Somehow, Benny White makes it all sound so interesting when really, it’s a lot of what we’d call boring-but-important work.

He’s the Republican candidate for Pima County Recorder. He’s up against Gabriella Cazares-Kelly, the Democrat. One of them will step into the shoes of F. Ann Rodriguez, who has held the job for 28 years.

Primarily, the County Recorder is the keeper of voter registration and property records. That’s selling the job short, but that’s the gist of it.

It’s the voter registration part that has gone high profile this year with COVID-19, the president, questions surrounding the U.S. Postal Service and general suspicion feeding into whether the Nov. 3 vote can be pulled off with integrity.

This is also one of those elected posts that shouldn’t be partisan but is. You’d hope the goals are the same for Republicans and Democrats: Put the mechanisms and people in place to guard the voting process.

Clearly, White is highly qualified for the job. He has 12 years of experience in all aspects of elections: buying and testing equipment, counting ballots, monitoring all processes involving mailed ballots; auditing elections. He has worked for years with the Secretary of State’s office on the Elections Procedures Manual used statewide.

His website (www.bennyforrecorder.com) speaks to his attention to detail and deep understanding of the job and the potential issues that can arise. And there are many.

White is a former Marine who also served 14 years in the Air National Guard, where he ran a fighter weapons school for fighter pilots. He has led as many as 150 people and has overseen millions of dollars in budgets. His opponent, in a recent debate, acknowledged a lack of supervisor experience, saying, “This is an area where I have some need for growth.” The Recorder would oversee 42 people.

Here’s the kind of stuff County Recorders obsess over. White is looking at how to deal with provisional ballots — those cast at the polls and counted later. Usually they’re cast by people who’ve moved but haven’t updated their registration and showed up at the wrong polling site. They slow up the process big-time.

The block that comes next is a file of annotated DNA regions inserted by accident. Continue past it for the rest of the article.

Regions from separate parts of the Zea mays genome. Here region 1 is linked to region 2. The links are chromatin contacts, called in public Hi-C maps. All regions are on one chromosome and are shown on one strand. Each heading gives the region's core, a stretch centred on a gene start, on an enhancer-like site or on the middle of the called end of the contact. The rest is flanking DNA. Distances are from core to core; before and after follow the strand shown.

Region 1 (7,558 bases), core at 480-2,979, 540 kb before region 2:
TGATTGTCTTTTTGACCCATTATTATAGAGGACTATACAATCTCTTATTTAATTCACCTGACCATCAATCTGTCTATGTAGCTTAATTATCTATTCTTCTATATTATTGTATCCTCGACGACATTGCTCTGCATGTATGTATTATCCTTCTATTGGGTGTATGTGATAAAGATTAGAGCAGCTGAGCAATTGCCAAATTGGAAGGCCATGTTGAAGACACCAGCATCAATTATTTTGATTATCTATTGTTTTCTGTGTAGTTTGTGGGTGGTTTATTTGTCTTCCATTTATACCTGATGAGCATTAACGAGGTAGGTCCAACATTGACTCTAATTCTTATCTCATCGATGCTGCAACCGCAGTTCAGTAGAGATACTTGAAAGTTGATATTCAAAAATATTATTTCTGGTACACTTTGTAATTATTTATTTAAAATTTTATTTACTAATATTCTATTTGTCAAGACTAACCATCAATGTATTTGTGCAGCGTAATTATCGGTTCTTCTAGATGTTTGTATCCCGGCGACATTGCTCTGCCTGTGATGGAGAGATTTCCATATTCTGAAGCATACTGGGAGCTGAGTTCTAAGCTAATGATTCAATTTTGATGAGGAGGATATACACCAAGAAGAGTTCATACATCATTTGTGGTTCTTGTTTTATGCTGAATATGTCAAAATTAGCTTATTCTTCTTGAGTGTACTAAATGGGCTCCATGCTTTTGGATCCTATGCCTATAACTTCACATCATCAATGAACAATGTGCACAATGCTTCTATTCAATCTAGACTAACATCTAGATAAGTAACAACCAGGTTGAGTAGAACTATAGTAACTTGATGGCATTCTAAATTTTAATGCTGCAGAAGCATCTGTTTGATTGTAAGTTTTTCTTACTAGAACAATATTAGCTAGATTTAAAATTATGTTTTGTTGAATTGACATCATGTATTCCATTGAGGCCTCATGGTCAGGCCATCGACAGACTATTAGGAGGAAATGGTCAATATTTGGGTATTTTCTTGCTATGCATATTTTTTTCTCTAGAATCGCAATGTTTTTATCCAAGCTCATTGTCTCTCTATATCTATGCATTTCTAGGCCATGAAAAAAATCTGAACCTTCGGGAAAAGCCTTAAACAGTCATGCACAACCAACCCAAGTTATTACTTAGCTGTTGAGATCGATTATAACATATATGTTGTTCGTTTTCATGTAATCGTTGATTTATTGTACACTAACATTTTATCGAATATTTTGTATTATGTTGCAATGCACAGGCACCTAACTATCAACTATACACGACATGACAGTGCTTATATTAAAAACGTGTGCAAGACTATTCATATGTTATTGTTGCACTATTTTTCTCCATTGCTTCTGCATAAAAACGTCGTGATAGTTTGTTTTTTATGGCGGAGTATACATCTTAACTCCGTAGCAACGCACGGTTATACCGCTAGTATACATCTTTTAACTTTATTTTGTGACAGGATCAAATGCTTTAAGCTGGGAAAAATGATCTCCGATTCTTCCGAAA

The said there are options, including a voting center where your new address can be entered immediately and a ballot-on-demand is printed on request. This would reduce provisional ballots 95 percent, he said. There would be fewer voting centers but you could use any of them.

Why can’t we do this now? Ballot-on-demand printers are expensive and there were issues with speed at one point, though not now, he said.

While some bristle at fewer voting centers — is that voter suppression? — White calls it a great convenience and you don’t have to worry about confusion over your polling site.

White also wants to improve the accuracy and currency of voter registration rolls. He and his team have walked to 27,000 houses with campaign literature after printing out a precinct’s registration with names. He’s finding about 20 percent of records have errors — the person has died, moved or there’s no house there.

While a lot of Recorders use the Postal Service change-of-address forms, he’d guess about 20,000 people in Pima County don’t bother with that — that’s four to five percent.

White’s website is perhaps the most extensive I’ve seen of any candidate anytime, anywhere. Worth a visit.

— Dan Shearer

This is one in a series of columns on 2020 candidates. We meet with the candidates who contact us and care enough to come down to Green Valley and Sahuarita and talk to us.